Asian-American women, and women in general, have long faced the woes of horrible storylines or just plain missing from shows. This messy writing or lack of diversity on the small screen stems from the absence of minorities and women in the writers’ room.

But in 2014, we’ve seen some inspiring portrayals of Asian-American women on television that have brought dimension to ladies who are often turned into flat tropes. We still need more of these types of characters, but thankfully we’re inching toward better representation.

Headliners: 

Lucy Liu proves that Asian-American women can be leading ladies without being a stereotype. Liu is one of the most recognizable Asian-American actresses in Hollywood, known for her roles on Charlie’s Angels and Kill Bill: Vol. 1, two movies that tokenized her race. But Liu currently co-stars as Dr. Joan Watson in Elementary, a modern take on Sherlock Holmes, alongside Jonny Lee Miller.

Watson is incredibly intelligent and capable, but not without flaws. She was once a surgeon, but accidentally killed a patient. Unable to trust herself, she let her medical license expire, and eventually becomes Holmes’ detective apprentice. She’s sexy, she’s smart, she makes mistakes — in short, she’s a human being.

She has her demons, but she doesn’t let anyone make her decisions for her. She’s an interesting main character who just so happens to be Asian.

More than just casting:

Television is also making progress with writing storylines centering around Asian culture. MTV’s Teen Wolf, a teenage-supernatural drama with a dark side, may be the best example. This year, the series introduced Kira Yukimura and her family.

Portrayed by Arden Cho, Kira shows that there are many ways to be Asian — in her case, Korean-Japanese. She’s also a kitsune, a mythical fox spirit with the ability to absorb electricity, plus some deadly skills with a katana.

Furthermore, Kira’s powers and one main storyline of Teen Wolf‘s third season are deeply rooted in the Japanese internment camps of the 1940s, a smear on America’s history that’s often overlooked. The mistreatment of Japanese people during World War II is a part of many Asian-Americans’ identity and experience in the United States. Integrating this part of the past into the show is an effort to bring underrepresented history to wider audiences.

Funny and flirty:

Asian-American women can be sexual and go on tons of dates. The Mindy Project features Mindy Kaling as Dr. Mindy Lahiri, a spunky OB-GYN who makes her way through a cavalcade of flings before settling down with fellow doctor Danny Castellano in the show’s latest season. While Kaling is Indian-American and might not have the same experiences as a Korean-American, she still falls under the Asian-American umbrella.

The Fox comedy is filled with sex and intimacy, showing that Asian-American women can be vocal when it comes to the bedroom. Mindy knows what she wants, when she wants it and if she doesn’t want it (as in the episode about anal sex).

The Mindy Project also flips the script on the typical dating storyline. Usually it’s a white protagonist who goes on dates with a pretty homogeneously white lineup, until bam, there’s one diverse hottie who “makes up” for being the only one (ahem, Girls). In Kaling’s show, we see her dating a crop of primarily white dudes, showing that she’s as much in control of her dating destiny as anyone else.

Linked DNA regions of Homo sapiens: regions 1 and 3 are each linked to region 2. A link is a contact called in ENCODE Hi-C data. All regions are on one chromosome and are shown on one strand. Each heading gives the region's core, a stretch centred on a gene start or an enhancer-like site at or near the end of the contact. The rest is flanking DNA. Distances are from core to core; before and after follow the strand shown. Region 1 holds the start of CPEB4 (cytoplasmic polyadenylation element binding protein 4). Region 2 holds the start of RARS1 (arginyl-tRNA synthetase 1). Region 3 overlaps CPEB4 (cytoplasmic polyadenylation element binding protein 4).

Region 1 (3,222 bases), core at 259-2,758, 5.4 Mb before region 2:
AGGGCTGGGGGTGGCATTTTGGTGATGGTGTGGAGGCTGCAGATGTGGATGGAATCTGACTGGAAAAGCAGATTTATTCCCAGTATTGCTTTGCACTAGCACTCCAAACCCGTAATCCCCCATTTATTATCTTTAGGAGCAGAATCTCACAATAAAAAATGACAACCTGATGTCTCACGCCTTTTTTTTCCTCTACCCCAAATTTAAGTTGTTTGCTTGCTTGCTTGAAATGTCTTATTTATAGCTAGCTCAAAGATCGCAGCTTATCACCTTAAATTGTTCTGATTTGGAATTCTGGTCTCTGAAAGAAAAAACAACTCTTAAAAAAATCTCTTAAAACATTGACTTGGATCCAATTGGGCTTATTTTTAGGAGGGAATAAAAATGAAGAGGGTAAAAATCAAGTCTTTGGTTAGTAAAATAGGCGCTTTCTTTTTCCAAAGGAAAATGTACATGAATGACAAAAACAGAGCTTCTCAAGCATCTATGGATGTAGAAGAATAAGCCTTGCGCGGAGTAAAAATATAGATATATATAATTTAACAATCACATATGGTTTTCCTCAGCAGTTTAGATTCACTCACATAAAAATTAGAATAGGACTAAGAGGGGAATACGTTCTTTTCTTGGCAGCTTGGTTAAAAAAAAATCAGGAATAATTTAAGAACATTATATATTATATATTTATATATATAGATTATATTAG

Room to grow: 

The one-dimensional Asian-American character on television shows still exists — take a look at Awkward‘s Ming (Jessica Lu) or Scorpion‘s Happy Quinn (Jadyn Wong). Visibility is essential, but stereotyped writing can be dangerous. Fortunately, the Dr. Joan Watsons and Kira Yukimuras are making important progress toward more diverse actors getting multifaceted characters to play.

Other disenfranchised communities are also making their way to the small screen. For these minorities, including Asian-American women, increased visibility might seem slow. But while more, and more accurate, depictions should be a given, we can celebrate what we do have — and continue to fight for diverse inclusion in the shows we love.

Why Asians need to care about breast cancer

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 Audrey Magazine:

We decided to look into how Asian Americans handle breast cancer. We were shocked by what we discovered.

For years now, Asians have been comforted by the fact that we have the lowest rate of breast cancer in the United States. Unfortunately, this assurance may be the very thing that hinders us from taking the necessary precautions.

Studies from both the CDC (Center for Disease Control and Prevention) have confirmed that Asian/Pacific Islanders have the lowest breast cancer rates.

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Although this is true, a number of things are not taken into consideration:

There are various types of Asians.
It is not a good idea to assume you’re safe from breast cancer simply because you’re Asian. In fact, the statistics greatly differ once we take a step closer. According to womenshealth.gov, Japanese American women have the highest rate of breast cancer among Asian Americans. Furthermore, breast cancer is the leading cause of death for Filipino women. Clearly, there are technicalities within the broad term “Asian” which should be paid attention to.

Our numbers are increasing.